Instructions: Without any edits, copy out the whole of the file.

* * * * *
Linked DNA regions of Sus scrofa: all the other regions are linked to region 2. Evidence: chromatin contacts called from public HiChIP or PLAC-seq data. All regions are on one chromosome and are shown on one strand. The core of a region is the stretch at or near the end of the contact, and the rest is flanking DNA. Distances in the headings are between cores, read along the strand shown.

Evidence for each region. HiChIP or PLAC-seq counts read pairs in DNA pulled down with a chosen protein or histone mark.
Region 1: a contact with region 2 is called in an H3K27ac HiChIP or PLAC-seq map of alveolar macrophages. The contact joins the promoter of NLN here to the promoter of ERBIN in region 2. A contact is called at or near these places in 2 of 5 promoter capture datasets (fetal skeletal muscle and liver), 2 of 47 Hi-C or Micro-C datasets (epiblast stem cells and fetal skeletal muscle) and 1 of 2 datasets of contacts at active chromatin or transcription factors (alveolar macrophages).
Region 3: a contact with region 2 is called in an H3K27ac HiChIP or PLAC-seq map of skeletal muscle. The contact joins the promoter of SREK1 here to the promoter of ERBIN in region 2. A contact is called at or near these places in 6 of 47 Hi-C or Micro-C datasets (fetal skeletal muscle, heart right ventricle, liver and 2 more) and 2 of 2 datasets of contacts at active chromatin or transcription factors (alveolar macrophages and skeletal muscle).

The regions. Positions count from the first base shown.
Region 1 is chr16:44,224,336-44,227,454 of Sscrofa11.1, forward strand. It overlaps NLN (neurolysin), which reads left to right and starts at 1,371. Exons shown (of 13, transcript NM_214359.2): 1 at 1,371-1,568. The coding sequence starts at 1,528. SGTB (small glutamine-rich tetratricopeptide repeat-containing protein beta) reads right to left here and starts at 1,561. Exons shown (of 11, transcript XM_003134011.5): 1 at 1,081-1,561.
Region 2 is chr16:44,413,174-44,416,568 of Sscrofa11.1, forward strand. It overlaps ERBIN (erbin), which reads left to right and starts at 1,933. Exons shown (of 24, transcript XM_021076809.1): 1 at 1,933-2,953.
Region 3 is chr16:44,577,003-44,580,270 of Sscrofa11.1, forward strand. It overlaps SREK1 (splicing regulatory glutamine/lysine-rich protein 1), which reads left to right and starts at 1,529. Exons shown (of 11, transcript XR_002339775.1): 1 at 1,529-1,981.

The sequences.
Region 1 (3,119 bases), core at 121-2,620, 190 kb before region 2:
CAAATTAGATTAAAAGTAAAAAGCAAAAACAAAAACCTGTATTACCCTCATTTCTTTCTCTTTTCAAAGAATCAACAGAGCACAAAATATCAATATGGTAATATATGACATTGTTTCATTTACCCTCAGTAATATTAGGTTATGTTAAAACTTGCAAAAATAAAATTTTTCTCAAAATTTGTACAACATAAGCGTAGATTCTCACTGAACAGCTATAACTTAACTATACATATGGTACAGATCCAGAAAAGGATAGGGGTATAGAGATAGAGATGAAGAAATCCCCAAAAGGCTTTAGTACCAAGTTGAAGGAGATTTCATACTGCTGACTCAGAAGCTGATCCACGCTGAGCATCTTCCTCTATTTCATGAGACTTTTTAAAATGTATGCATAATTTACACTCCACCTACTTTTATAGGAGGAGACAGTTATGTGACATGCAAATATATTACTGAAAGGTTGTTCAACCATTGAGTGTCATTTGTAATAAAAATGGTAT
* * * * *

Linked DNA regions of Sus scrofa: all the other regions are linked to region 2. Evidence: chromatin contacts called from public HiChIP or PLAC-seq data. All regions are on one chromosome and are shown on one strand. The core of a region is the stretch at or near the end of the contact, and the rest is flanking DNA. Distances in the headings are between cores, read along the strand shown.

Evidence for each region. HiChIP or PLAC-seq counts read pairs in DNA pulled down with a chosen protein or histone mark.
Region 1: a contact with region 2 is called in an H3K27ac HiChIP or PLAC-seq map of alveolar macrophages. The contact joins the promoter of NLN here to the promoter of ERBIN in region 2. A contact is called at or near these places in 2 of 5 promoter capture datasets (fetal skeletal muscle and liver), 2 of 47 Hi-C or Micro-C datasets (epiblast stem cells and fetal skeletal muscle) and 1 of 2 datasets of contacts at active chromatin or transcription factors (alveolar macrophages).
Region 3: a contact with region 2 is called in an H3K27ac HiChIP or PLAC-seq map of skeletal muscle. The contact joins the promoter of SREK1 here to the promoter of ERBIN in region 2. A contact is called at or near these places in 6 of 47 Hi-C or Micro-C datasets (fetal skeletal muscle, heart right ventricle, liver and 2 more) and 2 of 2 datasets of contacts at active chromatin or transcription factors (alveolar macrophages and skeletal muscle).

The regions. Positions count from the first base shown.
Region 1 is chr16:44,224,336-44,227,454 of Sscrofa11.1, forward strand. It overlaps NLN (neurolysin), which reads left to right and starts at 1,371. Exons shown (of 13, transcript NM_214359.2): 1 at 1,371-1,568. The coding sequence starts at 1,528. SGTB (small glutamine-rich tetratricopeptide repeat-containing protein beta) reads right to left here and starts at 1,561. Exons shown (of 11, transcript XM_003134011.5): 1 at 1,081-1,561.
Region 2 is chr16:44,413,174-44,416,568 of Sscrofa11.1, forward strand. It overlaps ERBIN (erbin), which reads left to right and starts at 1,933. Exons shown (of 24, transcript XM_021076809.1): 1 at 1,933-2,953.
Region 3 is chr16:44,577,003-44,580,270 of Sscrofa11.1, forward strand. It overlaps SREK1 (splicing regulatory glutamine/lysine-rich protein 1), which reads left to right and starts at 1,529. Exons shown (of 11, transcript XR_002339775.1): 1 at 1,529-1,981.

The sequences.
Region 1 (3,119 bases), core at 121-2,620, 190 kb before region 2:
CAAATTAGATTAAAAGTAAAAAGCAAAAACAAAAACCTGTATTACCCTCATTTCTTTCTCTTTTCAAAGAATCAACAGAGCACAAAATATCAATATGGTAATATATGACATTGTTTCATTTACCCTCAGTAATATTAGGTTATGTTAAAACTTGCAAAAATAAAATTTTTCTCAAAATTTGTACAACATAAGCGTAGATTCTCACTGAACAGCTATAACTTAACTATACATATGGTACAGATCCAGAAAAGGATAGGGGTATAGAGATAGAGATGAAGAAATCCCCAAAAGGCTTTAGTACCAAGTTGAAGGAGATTTCATACTGCTGACTCAGAAGCTGATCCACGCTGAGCATCTTCCTCTATTTCATGAGACTTTTTAAAATGTATGCATAATTTACACTCCACCTACTTTTATAGGAGGAGACAGTTATGTGACATGCAAATATATTACTGAAAGGTTGTTCAACCATTGAGTGTCATTTGTAATAAAAATGGTAT